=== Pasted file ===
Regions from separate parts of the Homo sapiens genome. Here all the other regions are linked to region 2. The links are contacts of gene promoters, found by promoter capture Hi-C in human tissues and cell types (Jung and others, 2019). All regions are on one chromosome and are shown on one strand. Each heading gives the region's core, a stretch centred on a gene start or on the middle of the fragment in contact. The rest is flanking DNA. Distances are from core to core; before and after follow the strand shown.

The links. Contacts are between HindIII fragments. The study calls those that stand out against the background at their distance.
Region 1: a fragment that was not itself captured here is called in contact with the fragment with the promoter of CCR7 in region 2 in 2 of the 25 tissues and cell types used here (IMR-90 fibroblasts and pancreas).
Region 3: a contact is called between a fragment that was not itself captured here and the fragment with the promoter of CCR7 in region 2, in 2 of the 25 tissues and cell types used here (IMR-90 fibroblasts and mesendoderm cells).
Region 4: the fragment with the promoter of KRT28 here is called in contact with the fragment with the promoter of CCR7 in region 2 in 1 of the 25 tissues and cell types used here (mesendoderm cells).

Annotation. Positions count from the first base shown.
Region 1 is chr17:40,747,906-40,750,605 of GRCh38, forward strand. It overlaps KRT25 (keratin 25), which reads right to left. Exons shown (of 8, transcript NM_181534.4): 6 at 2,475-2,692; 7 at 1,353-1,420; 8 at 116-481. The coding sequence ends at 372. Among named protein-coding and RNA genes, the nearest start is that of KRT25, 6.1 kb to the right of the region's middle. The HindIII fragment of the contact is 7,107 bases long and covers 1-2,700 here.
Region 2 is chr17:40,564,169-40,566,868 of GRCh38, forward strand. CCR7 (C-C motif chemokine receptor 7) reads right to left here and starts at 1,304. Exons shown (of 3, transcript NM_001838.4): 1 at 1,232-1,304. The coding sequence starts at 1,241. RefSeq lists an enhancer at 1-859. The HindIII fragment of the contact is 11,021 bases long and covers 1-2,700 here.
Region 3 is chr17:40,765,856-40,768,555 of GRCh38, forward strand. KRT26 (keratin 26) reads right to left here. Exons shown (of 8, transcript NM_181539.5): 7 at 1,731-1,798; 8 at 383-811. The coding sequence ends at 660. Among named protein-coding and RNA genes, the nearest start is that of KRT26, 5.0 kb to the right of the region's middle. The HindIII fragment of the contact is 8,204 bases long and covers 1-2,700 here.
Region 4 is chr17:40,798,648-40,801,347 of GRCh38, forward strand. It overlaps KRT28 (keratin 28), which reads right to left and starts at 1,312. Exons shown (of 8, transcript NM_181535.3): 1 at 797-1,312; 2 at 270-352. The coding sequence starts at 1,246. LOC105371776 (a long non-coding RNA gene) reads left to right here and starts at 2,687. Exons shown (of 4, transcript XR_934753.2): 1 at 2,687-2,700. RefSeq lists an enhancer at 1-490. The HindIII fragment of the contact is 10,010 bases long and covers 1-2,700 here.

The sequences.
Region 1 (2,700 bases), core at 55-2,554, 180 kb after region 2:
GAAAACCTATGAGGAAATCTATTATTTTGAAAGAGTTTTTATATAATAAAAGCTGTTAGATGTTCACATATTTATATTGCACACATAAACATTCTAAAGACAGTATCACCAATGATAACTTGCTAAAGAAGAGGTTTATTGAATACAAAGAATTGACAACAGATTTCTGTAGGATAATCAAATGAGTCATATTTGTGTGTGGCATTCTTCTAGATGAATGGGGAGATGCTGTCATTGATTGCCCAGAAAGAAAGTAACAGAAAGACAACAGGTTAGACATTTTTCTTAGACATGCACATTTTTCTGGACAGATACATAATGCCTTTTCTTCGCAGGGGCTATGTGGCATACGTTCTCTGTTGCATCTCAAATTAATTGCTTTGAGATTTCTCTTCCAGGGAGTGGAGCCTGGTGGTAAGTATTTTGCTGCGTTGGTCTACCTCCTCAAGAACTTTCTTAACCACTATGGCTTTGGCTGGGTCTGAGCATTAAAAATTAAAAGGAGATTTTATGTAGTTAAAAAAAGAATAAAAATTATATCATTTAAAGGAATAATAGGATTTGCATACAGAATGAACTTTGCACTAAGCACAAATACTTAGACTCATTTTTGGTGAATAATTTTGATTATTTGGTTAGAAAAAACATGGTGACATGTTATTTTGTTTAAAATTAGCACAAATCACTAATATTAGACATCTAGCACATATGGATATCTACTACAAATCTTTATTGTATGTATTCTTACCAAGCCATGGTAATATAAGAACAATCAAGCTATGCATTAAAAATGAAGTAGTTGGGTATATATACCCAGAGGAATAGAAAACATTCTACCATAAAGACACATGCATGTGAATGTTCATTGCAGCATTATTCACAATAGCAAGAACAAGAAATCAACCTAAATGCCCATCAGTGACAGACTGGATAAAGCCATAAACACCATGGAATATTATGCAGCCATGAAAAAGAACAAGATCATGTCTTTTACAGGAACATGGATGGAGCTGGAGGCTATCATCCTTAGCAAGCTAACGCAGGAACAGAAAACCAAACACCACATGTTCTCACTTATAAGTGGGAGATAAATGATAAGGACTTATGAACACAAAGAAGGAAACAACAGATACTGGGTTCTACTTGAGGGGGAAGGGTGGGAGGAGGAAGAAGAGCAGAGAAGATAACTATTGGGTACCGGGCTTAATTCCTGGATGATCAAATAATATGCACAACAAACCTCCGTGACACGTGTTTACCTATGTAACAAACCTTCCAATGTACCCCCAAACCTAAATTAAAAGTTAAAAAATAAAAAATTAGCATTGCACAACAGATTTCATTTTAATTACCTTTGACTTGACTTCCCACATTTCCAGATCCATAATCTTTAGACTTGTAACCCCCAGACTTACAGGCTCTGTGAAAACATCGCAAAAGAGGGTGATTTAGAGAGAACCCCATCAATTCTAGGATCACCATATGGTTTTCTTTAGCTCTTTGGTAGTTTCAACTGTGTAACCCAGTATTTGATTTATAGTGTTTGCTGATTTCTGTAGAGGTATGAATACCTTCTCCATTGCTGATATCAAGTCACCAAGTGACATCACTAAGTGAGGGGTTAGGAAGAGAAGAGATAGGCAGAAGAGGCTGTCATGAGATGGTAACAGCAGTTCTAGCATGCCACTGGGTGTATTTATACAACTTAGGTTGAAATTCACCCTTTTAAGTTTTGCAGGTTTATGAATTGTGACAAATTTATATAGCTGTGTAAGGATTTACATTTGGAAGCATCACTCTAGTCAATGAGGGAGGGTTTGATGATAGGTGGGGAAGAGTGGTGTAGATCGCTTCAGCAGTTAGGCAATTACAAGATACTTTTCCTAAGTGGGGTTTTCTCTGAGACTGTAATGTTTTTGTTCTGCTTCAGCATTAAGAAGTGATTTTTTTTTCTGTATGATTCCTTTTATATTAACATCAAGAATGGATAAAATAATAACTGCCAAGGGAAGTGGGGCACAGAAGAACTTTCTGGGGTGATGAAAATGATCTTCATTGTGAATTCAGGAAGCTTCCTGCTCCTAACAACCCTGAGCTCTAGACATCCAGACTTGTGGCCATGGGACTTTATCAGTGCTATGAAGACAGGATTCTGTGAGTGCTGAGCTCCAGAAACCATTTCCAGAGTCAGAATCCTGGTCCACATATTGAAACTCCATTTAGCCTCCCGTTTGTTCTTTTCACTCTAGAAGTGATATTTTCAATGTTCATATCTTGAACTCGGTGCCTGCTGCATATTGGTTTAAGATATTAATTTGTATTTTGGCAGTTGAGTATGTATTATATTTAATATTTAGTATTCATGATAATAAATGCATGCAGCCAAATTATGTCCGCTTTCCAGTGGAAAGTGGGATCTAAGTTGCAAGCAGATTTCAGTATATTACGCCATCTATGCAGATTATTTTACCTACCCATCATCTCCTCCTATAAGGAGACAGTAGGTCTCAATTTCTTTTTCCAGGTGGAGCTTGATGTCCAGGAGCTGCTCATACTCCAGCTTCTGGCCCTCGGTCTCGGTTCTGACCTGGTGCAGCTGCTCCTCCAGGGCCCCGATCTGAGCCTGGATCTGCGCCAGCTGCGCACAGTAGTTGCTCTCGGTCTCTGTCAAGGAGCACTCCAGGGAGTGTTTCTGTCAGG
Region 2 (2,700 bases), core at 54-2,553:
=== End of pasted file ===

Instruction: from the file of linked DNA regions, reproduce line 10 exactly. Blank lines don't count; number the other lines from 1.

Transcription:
Region 4 is chr17:40,798,648-40,801,347 of GRCh38, forward strand. It overlaps KRT28 (keratin 28), which reads right to left and starts at 1,312. Exons shown (of 8, transcript NM_181535.3): 1 at 797-1,312; 2 at 270-352. The coding sequence starts at 1,246. LOC105371776 (a long non-coding RNA gene) reads left to right here and starts at 2,687. Exons shown (of 4, transcript XR_934753.2): 1 at 2,687-2,700. RefSeq lists an enhancer at 1-490. The HindIII fragment of the contact is 10,010 bases long and covers 1-2,700 here.